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Dimaano: Protect home health care

Published by The Virginia Pilot
Nancy Dimaano
September 28, 2014

Health care in the United States saves lives, but it's also a critical part of our nation's economy - driving job creation after the worst economic downturn in a generation. As our nation's senior population grows dramatically, with an estimated 10,000 Americans turning 65 daily, the need for health care professionals to treat an increasingly elderly population is immense.

Unfortunately, in some key senior care sectors such as home health, public policies and funding are not keeping pace with the higher level of patient demand we are witnessing today - a problem that would be greatly compounded by a smaller workforce. The fact is that exceptional care for a rapidly growing number of seniors requires a compassionate and dedicated workforce.

Home health is prescribed most commonly to older Americans who require ongoing services to be provided by skilled practitioners in the patient's own home. Ranging from nurse visits for IV therapy to physical therapy to chronic disease management, home health care allows patients to access care at a lower cost than facility-based settings.

In Virginia, more than 23,000 skilled clinicians and caregivers are employed by the home health care sector, which is largely made up of independently owned agencies like mine - where we deliver care to more than 300 seniors annually and employ more than 100 professionals in the Hampton Roads area.

However, significant Medicare funding cuts for home health from Washington have created great uncertainty for small agencies, our employees and - most troubling - our patients. On Jan. 1, the agency that oversees Medicare slashed funding for home health by 14 percent over the next four years. In my 26 years in home health, I have never seen a cut of this magnitude.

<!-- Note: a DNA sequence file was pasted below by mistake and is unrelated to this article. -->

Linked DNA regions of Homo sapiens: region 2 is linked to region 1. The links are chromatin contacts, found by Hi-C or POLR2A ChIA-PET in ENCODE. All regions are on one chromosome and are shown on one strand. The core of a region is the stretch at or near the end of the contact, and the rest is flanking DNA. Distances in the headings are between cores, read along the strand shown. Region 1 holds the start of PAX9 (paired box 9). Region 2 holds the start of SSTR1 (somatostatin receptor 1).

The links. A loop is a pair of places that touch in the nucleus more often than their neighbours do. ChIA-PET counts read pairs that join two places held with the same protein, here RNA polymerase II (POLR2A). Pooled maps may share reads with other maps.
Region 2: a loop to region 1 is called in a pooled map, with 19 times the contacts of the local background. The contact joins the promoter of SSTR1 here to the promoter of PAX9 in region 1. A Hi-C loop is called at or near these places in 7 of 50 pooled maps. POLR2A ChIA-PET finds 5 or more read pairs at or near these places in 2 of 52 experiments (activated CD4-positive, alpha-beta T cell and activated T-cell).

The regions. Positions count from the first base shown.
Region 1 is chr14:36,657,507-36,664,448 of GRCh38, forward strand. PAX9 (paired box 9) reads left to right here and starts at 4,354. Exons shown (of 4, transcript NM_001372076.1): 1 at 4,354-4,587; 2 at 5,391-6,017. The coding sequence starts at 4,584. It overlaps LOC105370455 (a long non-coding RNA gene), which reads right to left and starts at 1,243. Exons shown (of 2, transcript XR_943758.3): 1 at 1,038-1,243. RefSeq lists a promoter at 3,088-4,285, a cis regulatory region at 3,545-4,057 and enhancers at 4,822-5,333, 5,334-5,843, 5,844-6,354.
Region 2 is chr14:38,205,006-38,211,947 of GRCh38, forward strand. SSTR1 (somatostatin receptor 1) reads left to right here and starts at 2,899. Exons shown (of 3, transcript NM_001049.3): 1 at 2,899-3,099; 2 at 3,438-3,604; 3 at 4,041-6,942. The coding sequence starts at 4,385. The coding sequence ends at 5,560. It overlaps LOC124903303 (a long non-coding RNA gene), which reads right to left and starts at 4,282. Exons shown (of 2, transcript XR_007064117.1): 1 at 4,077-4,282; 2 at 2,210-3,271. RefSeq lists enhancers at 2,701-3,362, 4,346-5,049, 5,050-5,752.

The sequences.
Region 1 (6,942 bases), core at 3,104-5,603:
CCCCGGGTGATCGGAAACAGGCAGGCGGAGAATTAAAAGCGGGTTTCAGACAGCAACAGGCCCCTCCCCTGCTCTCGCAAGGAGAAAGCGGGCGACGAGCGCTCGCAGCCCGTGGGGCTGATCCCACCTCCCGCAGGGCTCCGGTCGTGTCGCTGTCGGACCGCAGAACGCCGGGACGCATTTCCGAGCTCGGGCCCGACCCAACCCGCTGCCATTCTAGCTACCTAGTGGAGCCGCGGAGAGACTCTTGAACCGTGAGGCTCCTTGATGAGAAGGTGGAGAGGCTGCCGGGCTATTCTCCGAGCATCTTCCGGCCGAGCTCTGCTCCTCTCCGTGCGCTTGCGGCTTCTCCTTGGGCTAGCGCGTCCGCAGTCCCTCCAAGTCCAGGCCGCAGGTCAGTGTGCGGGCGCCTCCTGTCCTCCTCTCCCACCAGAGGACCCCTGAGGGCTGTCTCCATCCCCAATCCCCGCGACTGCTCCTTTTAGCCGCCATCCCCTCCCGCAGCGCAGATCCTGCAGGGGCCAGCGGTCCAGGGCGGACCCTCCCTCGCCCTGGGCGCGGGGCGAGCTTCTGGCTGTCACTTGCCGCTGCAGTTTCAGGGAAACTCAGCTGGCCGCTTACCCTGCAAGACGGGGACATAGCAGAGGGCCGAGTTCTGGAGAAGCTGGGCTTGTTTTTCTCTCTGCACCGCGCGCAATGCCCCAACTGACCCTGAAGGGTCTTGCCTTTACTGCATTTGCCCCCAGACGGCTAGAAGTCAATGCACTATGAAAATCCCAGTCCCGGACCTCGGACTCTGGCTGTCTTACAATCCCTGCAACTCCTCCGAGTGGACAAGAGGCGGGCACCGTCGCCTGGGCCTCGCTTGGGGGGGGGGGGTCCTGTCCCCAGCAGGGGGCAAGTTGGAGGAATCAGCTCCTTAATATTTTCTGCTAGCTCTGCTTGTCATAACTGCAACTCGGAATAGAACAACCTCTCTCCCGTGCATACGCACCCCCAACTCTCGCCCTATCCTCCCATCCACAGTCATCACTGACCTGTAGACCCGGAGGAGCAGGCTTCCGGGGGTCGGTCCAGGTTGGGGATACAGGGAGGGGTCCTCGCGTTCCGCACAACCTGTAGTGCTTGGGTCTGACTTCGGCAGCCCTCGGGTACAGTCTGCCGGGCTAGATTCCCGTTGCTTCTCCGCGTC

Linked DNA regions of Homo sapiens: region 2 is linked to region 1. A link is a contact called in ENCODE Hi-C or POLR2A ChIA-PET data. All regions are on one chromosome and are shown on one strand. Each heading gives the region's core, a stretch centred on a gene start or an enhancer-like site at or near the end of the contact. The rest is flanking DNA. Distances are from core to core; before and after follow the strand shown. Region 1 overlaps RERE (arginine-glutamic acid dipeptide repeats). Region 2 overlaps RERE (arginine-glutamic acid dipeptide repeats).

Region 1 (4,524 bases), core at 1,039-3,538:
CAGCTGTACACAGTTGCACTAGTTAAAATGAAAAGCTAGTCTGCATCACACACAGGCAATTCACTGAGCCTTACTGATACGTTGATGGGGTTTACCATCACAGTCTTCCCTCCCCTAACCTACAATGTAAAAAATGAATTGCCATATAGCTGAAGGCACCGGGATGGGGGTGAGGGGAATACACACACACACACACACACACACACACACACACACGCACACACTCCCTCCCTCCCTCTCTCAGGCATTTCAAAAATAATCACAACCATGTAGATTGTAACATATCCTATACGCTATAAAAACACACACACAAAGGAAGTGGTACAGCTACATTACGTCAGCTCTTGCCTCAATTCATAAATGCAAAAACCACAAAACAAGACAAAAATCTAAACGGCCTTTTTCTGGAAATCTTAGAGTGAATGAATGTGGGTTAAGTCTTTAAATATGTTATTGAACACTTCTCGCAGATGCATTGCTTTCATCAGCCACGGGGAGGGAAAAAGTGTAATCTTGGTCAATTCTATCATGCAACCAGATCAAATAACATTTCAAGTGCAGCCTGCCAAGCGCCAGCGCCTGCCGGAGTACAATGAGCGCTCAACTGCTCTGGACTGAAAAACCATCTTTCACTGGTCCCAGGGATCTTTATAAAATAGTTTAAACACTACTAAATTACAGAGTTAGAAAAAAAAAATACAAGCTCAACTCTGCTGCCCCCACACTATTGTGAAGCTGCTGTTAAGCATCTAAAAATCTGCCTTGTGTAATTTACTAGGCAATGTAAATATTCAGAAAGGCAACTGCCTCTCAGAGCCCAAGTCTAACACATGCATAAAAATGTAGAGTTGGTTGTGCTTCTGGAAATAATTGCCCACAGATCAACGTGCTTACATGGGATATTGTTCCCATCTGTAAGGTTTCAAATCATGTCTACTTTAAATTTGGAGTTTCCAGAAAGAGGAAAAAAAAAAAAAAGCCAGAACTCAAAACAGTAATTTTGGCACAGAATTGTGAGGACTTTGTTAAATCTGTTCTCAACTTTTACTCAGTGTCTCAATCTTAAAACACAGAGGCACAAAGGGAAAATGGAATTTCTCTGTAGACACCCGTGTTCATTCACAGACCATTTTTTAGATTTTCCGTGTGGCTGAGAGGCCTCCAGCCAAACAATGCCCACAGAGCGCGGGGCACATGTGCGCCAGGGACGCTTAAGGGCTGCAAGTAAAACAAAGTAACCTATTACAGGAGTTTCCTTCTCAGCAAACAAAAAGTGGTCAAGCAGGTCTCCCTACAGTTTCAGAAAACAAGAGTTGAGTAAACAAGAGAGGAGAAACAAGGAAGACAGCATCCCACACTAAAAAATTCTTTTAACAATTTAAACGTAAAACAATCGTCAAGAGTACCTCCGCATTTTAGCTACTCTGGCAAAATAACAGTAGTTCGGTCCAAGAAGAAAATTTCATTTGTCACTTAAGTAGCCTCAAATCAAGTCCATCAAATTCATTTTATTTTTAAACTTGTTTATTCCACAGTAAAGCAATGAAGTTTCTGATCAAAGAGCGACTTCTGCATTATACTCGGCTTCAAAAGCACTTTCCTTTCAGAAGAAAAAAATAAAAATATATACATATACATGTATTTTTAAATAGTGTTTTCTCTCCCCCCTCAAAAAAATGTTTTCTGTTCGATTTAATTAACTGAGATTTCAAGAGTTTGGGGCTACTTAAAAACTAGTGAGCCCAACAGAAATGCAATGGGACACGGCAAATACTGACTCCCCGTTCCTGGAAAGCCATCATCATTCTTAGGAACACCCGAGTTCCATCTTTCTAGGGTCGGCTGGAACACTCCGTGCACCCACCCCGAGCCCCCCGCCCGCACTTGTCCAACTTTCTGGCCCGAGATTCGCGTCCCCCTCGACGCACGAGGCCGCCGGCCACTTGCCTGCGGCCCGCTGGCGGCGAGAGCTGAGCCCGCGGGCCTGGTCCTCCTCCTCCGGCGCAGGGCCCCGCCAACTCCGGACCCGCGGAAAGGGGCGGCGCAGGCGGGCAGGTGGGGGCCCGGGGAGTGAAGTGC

According to Medicare, the recent cuts will force "approximately 40 percent" of all home health providers to operate at a net loss - meaning they will face the risk of bankruptcy and closure. The administration's own estimate means that more than 1.3 million seniors and 465,000 jobs from coast to coast will feel the direct effects of this funding reduction.

In Virginia, estimates indicate that 32 percent of our home health agencies will be forced to operate at a net loss by 2017. The 27,579 seniors they serve and the 7,713 professionals they employ will likely find their care and their jobs in peril.

As the owner of a local home care agency, I see the compassionate and skilled care my employees provide to the seniors in our community. Every one of their jobs serves an important purpose, and I hope never to face the reality of losing a hardworking individual because of Medicare cuts.

Fortunately, leaders in Washington have introduced the Securing Access Via Excellence Medicare Home Health Act, legislation that repeals this arbitrary cut starting in 2015 and replaces it with hospital readmission reform to achieve savings. Only by dialing back this deep cut can Congress protect the patients and jobs it puts at greatest risk.

Protecting home health care is the right thing to do - for our state's Medicare patients, healthcare workers and small business operators who strive to provide excellent customer care. Our elected leaders in Washington should recognize the importance of home health and ensure that this critical policy solution becomes law.

Nancy Dimaano is owner of Best & Dependable Home Health Care in Virginia Beach.

See the original article here.

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